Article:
India has intensified negotiations with Iran at the diplomatic level over oil imports as well as completion of the Chabahar Port project even as the US has shown no signs of relenting in its position on bringing into force the second round of sanctions against the Islamic Republic on November 4.
External Affairs Minister Sushma Swaraj met Iranian Foreign Minister Javad Zarif in New York on the margins of the UN General Assembly while National Security Advisor (NSA) Ajit Doval visited Iran on Wednesday to participate in a meeting focusing on the issue of the threat posed by terrorism, including ISIS, to regional and global peace, security and stability.
“Relations spanning millennia! EAM @SushmaSwaraj and Iranian Foreign Minister @JZarif met on the sidelines of UNGA. Discussed issues of mutual interest,” External Affairs Ministry spokesperson Raveesh Kumar tweeted.
Relations spanning millennia!
— Raveesh Kumar (@MEAIndia) September 26, 2018
The two ministers are understood to have reviewed the entire gamut of India-Iran relations, including the implications on bilateral trade once US sanctions on oil trade and infrastructure projects come into force.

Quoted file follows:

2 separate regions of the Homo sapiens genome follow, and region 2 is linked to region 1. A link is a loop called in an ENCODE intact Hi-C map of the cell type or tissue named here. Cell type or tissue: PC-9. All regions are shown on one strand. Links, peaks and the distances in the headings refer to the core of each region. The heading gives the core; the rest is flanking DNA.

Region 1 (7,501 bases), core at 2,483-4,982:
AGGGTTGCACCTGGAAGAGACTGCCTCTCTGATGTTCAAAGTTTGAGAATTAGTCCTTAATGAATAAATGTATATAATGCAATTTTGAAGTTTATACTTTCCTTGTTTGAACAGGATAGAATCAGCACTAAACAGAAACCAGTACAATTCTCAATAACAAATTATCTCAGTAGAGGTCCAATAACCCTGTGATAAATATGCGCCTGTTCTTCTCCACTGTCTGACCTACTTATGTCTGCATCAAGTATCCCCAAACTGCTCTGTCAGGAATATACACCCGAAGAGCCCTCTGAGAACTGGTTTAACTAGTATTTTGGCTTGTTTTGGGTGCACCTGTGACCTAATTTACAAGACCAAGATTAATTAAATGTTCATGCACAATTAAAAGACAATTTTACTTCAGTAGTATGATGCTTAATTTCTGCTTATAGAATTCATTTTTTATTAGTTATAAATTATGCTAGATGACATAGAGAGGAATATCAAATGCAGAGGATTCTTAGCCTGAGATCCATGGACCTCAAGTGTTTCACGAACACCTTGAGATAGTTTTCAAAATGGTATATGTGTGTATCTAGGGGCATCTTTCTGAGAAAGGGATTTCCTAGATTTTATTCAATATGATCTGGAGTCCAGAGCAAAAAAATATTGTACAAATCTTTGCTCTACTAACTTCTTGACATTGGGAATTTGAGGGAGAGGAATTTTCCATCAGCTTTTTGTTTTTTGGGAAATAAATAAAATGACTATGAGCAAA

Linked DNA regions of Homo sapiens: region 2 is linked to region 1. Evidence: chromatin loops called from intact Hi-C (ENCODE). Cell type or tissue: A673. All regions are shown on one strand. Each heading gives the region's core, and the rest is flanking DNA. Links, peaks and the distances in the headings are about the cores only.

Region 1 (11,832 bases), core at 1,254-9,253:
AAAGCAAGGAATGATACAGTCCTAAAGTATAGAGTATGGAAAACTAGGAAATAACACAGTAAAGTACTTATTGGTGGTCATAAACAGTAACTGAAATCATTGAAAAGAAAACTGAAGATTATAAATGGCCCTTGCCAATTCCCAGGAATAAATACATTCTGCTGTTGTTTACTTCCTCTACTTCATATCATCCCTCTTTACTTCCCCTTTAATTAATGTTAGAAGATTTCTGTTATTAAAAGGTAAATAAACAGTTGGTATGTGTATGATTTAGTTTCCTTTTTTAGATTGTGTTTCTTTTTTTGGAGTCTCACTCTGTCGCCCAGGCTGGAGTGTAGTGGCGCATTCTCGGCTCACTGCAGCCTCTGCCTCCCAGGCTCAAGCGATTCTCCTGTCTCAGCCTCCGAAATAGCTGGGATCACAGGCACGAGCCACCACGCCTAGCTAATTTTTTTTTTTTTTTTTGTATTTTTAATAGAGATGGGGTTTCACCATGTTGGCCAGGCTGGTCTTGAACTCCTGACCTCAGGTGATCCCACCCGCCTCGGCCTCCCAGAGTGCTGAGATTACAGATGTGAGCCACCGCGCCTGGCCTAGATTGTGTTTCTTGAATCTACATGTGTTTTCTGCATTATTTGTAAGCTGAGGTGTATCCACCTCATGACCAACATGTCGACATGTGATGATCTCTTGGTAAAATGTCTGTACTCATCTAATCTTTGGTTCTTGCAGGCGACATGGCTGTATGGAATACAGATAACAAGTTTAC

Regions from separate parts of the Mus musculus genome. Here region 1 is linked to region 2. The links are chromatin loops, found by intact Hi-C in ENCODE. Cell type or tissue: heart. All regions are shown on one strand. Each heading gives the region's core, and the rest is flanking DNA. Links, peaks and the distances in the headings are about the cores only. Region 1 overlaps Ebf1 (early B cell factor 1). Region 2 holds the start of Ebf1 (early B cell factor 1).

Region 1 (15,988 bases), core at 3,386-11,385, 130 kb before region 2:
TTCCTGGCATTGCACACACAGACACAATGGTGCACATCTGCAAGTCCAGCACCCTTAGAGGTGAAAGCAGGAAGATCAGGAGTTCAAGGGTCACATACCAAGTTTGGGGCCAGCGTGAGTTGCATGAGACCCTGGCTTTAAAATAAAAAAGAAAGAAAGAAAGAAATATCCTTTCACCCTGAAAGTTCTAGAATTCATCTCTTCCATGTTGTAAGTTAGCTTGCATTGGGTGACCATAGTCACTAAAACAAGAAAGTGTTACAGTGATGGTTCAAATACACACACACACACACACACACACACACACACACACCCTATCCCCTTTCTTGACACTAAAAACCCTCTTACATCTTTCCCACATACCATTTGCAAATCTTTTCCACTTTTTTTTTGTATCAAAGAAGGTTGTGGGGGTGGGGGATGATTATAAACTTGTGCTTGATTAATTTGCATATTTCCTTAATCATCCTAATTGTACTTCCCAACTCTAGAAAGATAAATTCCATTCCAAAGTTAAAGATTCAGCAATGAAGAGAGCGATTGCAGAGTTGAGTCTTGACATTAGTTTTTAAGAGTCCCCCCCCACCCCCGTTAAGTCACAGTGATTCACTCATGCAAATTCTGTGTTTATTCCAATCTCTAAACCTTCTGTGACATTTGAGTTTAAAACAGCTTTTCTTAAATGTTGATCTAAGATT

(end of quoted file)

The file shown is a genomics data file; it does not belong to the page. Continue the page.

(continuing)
India has already told the US that it could not bring oil imports from Iran to zero, given the country’s over-dependence on Iran for meeting its oil and energy needs. However, New Delhi has started reducing oil purchases from Iran. On the Chabahar Port, India has impressed upon Washington that the project was important for reaching out to land-locked Afghanistan and, therefore, should be kept out of the sanctions’ regime.
Meanwhile, NSA Doval met his counterparts from Afghanistan, China, Iran, and Russia in Tehran to exchange views on terrorism and how the five countries could cooperate effectively in dealing with the menace. Pakistan was not present at the meeting.
“NSA (Doval) articulated India’s abiding commitment to partner in bilateral, regional and global forums for tackling the scourge of terrorism which poses a huge threat to the entire humanity. NSA highlighted the need to not make a distinction between good and bad terrorism; greater cooperation, including through information sharing for disrupting support mechanisms such as training, financing and supply of weapons; need for disrupting cross-border movement of terrorists; and isolating those who support and sponsor terrorism,” the External Affairs Ministry said.
“The terrorist violence in Afghanistan was rejected unequivocally. Support was expressed to assist the government and defence forces of Afghanistan to deal with terrorist groups and narcotics smuggling; and to assist in reconstruction and economic development of Afghanistan. Importance was attached to promoting peace and reconciliation in Afghanistan which was Afghan-led, Afghan owned and Afghan-controlled,” the ministry added.